Pandora Box Series

The Pandora Box Series looks at invasive, threatened, declining and interesting species of animals both large and small. See more details of these pieces on Susan’s Instagram page.

Pandora Box – North American Porcupine – Danger Man

North American Porcupine (Erethizon dorsatum) is one of 58 species of porcupines. It ranges from northern Mexico, where it has been on the endangered list since 1994, through most of the U.S. and Canada, where it has been of least concern. However, in a few states, Maryland and Vermont, for example, attention has been given to its decline and it has been listed as a species in need of conservation. Man’s introduction of Fishers, the porcupine’s main predator, to control populations in lumbering areas is one of the primary concerns. By-products of this introduction have been a serious effect on the population of snow show rabbits in the north and a shift in the balance of the food chain.

Some interesting facts about the porcupine include:

  • They are largest native rodent other than the beaver. Size from 2 to 3 feet. Weight from 7 to 39 lbs.
  • An adult has about 30,000 quills that cover most of its body other than belly, face and feet.
  • The only native North American mammal with antibiotics in its skin that prevent infection when they are stuck with their own quills.
  • They, along with skunks and wolverines, are the only North American mammals colored black and white as a danger warning to others.
  • They have a strong odor generated by a patch of skin where modified quills broadcast the smell when agitated.
  • In winter, they eat mainly conifer needles and certain tree bark. In the Catskill Mountains, for example, for every 1000 trees they will eat from only one or two linden trees (their favorite food) and one big toothed aspen.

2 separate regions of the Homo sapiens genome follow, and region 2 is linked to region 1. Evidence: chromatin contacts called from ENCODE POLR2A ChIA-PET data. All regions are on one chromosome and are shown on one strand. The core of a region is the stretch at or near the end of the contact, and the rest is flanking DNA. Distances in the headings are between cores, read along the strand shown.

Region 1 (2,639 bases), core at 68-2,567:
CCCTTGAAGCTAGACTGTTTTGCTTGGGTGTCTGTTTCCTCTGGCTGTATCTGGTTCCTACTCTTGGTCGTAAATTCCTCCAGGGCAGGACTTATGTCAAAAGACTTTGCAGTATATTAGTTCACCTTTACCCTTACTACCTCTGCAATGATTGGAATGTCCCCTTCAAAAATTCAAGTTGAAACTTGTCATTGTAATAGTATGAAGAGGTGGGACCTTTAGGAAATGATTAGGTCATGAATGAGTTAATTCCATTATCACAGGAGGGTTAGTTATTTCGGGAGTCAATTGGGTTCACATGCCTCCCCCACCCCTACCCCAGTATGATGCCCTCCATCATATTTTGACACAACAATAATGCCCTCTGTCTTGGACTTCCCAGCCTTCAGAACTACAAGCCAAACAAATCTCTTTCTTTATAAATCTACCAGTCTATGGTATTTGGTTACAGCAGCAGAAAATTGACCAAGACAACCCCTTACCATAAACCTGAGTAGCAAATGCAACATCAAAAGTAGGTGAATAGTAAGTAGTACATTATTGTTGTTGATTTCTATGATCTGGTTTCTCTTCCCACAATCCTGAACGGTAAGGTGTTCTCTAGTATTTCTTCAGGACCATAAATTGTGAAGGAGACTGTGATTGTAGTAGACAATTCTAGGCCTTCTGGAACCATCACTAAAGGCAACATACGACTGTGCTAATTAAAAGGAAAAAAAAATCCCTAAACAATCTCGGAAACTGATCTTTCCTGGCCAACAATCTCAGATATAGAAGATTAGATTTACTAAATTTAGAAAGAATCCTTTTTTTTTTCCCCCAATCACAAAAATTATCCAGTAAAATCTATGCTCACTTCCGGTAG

“Pandora Box – North American Porcupine – Danger Man,” Box – 42” x 24” x 6,” Tunic- 36” x 18” folded. Materials: Box- Poplar plywood, hickory pole, carved and stained, Tunic- kid mohair warp and weft, tapestry woven with approximately 4000 porcupine quills, added as woven.

    Click on images to enlarge slide show.

    “Pandora Box – Japanese Beetle – Invasive”

    The Japanese Beetle (Popillia japonica) is a serious pest that damages several hundred species of plants including trees, flowers and fruits. They eat the flesh of the leaf, leaving the veins, resulting in beautiful but destructive lace like leaves. First discovered in a nursery in Riverton, New Jersey in 1916, and believed to have arrived in a shipment of iris bulbs, they are now found in 30 states. Japanese Beetles are native to Japan where they do little damage due to control by native predators.

    “Pandora Box – Japanese Beetle – Invasive,” 20” x 34.5” x 4.5” (closed), 24.5” x 20” x 34.5,” (open), 2018. Handmade Box: Davey board, Asahi book cloth, Bugra paper, gold leaf, handmade papers, plexi tube, velcro. Woven tapestry tunic: nettle family warp, nettle family yarn, silk, cotton & wool weft. Cotton lining. Three dimensional beetles: silk wrapped stainless steel, silk, cotton & wool weft. Bottom collage – gold & silver paper, book cover fiber, & tapestry.

    Click on images to enlarge slide show.

    “Pandora Box – European Hornet – Invasive”

    The European Hornet (Vespa crabro) is native to central and western Europe. In North America it was first found in New York in the mid 1800s. It has now spread to many states from Maine and southeast Canada to Louisiana and Florida and west to the Dakotas. Nests are typically located in a cavity such as a hollow tree or wall void, unlike the freely suspended football-shaped nests of native wasps. Unwarranted fear has led to the destruction of nests and to the decline of the species. In Germany the European Hornet has had legal protection since 1987.